Information technology service management (ITSM) — how IT is delivered inside an enterprise as a service — and a related area, the quickly evolving Information Technology Infrastructure Library (ITIL), form complementary trends that are helping to mature IT as a customer-focused, quality-of-service activity.
IT departments are under mounting pressure — cost reduction, competitiveness of internal IT compared to outsourced services, regulatory compliance, application and infrastructure modernization — that demands that IT processes come under better control. At the same time, IT departments must show more value to the business, to be more agile in IT’s responses to business needs.
To help meet these challenges, newer standards and updated best practices are arriving, especially ITIL v3 in April 2007. To help understand these trends and these new approaches, I spoke with executives from Hewlett-Packard’s services consulting and integration group: Klaus Schmelzeisen, director of the global ITSM and security practices, and Jeroen Bronkhorst, ITSM program manager and also an active participant in the ITIL Version 3 editorial core team, as well as an author of the integrated ITIL process maps.
Listen to the discussion (33:50 minutes).
Here are some excerpts:
On IT Service Management
Dana Gardner: ITIL has been around for quite some time, and ITSM services for management is a bit newer. How did the demand for these services come about, and what are some of the current drivers that are bringing this into the fore for an increasing number of enterprises?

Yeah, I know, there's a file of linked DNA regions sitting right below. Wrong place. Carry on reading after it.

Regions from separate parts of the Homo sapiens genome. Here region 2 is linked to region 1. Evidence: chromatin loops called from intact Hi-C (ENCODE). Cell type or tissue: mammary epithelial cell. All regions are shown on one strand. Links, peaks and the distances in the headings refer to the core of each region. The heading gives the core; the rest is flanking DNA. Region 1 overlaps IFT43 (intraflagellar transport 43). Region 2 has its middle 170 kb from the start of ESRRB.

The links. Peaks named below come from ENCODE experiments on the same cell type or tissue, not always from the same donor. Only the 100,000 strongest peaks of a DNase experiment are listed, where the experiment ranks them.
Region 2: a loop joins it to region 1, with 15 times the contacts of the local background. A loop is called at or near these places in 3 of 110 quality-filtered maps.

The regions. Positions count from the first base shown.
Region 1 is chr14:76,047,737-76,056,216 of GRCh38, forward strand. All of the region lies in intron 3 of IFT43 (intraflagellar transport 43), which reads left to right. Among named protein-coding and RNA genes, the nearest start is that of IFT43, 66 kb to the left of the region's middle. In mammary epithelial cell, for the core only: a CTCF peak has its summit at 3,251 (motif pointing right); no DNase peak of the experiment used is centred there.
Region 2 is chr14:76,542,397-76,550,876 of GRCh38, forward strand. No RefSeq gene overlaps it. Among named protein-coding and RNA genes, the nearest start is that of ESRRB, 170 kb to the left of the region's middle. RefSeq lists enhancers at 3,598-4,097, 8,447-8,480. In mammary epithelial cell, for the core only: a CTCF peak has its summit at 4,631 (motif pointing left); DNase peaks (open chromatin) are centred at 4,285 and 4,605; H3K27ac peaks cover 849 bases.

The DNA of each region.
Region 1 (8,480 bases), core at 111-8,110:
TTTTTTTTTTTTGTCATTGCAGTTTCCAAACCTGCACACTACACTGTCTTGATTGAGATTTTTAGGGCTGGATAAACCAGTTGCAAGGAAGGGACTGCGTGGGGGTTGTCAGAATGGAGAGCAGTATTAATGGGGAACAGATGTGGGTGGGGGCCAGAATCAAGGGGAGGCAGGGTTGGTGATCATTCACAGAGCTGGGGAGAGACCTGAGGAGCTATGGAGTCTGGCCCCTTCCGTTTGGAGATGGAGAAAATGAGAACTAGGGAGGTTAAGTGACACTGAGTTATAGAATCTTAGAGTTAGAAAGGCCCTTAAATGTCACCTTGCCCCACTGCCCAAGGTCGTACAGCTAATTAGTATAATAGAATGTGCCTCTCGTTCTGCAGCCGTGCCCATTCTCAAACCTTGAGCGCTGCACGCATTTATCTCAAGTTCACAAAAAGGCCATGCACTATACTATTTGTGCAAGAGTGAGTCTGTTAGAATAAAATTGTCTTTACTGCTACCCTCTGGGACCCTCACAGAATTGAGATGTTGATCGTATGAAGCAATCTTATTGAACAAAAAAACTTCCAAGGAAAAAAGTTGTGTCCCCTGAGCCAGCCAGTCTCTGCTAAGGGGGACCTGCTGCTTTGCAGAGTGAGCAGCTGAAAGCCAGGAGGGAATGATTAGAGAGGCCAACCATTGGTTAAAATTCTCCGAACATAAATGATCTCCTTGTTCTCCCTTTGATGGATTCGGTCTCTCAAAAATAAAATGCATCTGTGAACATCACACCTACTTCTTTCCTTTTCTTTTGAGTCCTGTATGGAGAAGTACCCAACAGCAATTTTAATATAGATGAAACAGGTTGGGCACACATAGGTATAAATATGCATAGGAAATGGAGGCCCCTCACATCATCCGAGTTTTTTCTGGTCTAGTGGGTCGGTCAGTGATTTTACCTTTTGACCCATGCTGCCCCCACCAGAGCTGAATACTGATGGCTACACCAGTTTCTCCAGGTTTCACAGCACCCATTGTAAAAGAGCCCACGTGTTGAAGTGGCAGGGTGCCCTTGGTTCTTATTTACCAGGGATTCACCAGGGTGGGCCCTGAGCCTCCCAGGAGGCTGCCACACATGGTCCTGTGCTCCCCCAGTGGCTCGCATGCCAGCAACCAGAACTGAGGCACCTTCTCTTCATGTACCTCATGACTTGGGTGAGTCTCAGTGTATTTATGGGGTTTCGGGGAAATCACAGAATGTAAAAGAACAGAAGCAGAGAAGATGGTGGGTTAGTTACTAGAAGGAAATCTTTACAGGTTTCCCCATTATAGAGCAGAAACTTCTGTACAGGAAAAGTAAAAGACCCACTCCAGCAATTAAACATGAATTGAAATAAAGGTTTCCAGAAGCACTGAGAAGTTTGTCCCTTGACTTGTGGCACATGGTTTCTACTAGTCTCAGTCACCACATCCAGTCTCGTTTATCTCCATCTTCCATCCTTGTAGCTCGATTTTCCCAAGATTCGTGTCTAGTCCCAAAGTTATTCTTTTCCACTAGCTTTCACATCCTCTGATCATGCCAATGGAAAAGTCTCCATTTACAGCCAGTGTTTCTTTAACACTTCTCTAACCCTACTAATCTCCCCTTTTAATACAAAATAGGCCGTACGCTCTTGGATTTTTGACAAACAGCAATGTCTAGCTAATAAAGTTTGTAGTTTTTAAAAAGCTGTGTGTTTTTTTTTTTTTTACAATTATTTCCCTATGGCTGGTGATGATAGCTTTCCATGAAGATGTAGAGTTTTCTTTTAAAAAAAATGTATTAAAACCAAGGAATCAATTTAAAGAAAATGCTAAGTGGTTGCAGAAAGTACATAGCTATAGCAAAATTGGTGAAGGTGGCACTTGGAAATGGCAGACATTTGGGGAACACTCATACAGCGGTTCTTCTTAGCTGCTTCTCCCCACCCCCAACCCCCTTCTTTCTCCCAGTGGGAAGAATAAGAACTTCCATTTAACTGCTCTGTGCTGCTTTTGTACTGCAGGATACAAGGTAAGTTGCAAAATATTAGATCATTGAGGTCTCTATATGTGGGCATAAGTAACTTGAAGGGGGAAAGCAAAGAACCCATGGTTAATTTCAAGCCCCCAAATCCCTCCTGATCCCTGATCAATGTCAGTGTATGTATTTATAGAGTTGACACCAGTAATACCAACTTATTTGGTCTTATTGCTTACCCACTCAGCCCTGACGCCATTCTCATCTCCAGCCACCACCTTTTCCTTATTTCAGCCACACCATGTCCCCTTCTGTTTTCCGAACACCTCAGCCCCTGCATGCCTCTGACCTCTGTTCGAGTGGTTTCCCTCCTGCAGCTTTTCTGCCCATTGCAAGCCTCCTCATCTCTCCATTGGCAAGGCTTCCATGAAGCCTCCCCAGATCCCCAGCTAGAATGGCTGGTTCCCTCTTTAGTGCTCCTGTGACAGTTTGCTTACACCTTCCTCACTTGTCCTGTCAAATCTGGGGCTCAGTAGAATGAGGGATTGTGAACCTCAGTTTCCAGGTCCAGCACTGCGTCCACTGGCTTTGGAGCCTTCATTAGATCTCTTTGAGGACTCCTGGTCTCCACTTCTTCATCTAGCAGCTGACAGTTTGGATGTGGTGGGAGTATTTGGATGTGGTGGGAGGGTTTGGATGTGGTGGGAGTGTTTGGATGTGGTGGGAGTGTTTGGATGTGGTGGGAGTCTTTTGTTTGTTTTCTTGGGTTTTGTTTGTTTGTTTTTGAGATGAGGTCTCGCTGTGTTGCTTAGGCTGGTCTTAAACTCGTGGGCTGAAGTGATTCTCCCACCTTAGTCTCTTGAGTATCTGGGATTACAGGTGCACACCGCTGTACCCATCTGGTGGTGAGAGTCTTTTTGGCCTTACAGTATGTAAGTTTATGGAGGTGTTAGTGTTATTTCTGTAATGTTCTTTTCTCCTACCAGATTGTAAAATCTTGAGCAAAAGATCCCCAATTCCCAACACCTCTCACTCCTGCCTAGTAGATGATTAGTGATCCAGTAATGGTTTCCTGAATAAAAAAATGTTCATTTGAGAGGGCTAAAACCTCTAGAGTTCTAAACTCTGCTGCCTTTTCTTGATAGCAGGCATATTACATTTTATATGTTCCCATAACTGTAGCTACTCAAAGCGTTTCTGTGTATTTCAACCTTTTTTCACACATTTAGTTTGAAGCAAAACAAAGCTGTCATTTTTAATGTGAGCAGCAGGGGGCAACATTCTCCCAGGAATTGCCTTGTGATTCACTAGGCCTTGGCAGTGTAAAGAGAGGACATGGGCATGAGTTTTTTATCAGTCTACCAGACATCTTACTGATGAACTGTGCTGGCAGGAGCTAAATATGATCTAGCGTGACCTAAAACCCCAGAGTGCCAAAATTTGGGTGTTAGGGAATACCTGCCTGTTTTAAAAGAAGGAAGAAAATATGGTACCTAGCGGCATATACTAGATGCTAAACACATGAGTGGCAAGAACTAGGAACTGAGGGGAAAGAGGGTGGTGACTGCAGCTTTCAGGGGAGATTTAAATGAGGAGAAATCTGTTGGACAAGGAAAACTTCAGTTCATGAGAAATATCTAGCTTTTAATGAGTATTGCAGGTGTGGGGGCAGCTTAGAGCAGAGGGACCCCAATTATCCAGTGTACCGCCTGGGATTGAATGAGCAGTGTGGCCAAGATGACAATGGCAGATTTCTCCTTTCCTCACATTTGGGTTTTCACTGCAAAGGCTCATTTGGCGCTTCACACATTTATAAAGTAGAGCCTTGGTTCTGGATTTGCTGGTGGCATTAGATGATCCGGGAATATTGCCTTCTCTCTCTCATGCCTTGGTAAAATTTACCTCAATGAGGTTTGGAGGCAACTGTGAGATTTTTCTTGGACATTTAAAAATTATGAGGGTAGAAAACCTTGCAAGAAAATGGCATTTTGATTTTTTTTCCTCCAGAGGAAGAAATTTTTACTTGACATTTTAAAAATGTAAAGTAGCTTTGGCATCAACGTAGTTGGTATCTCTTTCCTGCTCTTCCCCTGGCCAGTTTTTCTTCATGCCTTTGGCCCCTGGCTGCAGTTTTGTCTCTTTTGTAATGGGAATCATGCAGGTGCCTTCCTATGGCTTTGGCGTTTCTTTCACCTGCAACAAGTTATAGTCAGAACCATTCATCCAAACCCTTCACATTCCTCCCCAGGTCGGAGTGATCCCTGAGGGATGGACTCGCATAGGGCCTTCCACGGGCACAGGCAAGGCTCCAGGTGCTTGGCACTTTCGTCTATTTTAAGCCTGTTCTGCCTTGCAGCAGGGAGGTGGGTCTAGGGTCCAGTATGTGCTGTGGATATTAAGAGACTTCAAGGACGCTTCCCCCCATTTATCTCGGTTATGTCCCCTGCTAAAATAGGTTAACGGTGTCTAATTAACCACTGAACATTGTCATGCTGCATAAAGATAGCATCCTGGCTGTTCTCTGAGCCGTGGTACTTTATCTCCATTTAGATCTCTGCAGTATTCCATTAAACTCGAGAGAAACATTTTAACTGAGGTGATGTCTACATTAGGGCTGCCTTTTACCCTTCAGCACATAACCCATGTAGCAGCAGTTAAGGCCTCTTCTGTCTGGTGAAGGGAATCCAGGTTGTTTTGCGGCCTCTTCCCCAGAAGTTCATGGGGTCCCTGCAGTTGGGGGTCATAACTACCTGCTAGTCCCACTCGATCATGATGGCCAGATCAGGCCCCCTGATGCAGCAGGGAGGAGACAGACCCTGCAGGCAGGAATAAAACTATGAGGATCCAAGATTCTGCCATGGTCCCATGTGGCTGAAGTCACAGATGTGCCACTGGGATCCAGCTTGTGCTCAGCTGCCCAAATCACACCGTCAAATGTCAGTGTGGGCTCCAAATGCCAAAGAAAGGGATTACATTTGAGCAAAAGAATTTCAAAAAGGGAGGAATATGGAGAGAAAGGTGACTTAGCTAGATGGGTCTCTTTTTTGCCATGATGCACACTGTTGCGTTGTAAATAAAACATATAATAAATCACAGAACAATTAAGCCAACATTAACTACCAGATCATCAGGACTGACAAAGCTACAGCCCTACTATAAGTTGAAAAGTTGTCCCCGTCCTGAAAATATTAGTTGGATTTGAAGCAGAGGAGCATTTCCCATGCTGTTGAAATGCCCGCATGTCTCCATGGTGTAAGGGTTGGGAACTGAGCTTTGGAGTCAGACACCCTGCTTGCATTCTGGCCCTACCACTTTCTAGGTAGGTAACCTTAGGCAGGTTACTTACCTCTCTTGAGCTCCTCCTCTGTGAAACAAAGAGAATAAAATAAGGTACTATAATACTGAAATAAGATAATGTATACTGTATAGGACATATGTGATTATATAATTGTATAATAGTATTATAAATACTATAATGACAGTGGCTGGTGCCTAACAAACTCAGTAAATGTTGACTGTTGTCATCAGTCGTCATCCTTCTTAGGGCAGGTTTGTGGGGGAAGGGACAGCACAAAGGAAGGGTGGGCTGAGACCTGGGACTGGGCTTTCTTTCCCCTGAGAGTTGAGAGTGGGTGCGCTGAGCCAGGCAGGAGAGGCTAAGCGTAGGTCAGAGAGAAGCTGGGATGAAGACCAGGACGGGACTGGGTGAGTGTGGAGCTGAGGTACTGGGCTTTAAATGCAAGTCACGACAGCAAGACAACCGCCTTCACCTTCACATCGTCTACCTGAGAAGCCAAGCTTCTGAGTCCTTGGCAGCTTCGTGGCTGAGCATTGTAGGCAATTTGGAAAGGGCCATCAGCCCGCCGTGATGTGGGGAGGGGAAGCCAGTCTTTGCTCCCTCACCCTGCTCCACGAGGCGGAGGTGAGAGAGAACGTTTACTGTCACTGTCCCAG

Klaus Schmelzeisen: I’ve been observing the area of ITSM since the early ’90s and, interestingly enough, it really started with the infrastructure piece. At that point in time, corporations were introducing lots of new technologies, especially in the networking environment.
Client-server infrastructures soon came into place. So there was a big need for infrastructure monitoring that, once this was in place, were followed by IT services, which brought a completely different spin. That was to deliver the output of an IT organization as a service to the business. That’s where ITSM started big time. Around the mid-’90s and since then, standards and best practices have evolved.
On one side, the old challenges are still here. We see new technologies. We see the need for new services coming up. But there are also a lot of drivers that are putting pressure on the IT department. There are organizations that have an increasing need to demonstrate the level of quality that they are providing to their customers. Demonstrating their role and their certification helps to establish them internally against a competing approach, but also gives them more credibility if they want to take these services to an extended enterprise approach.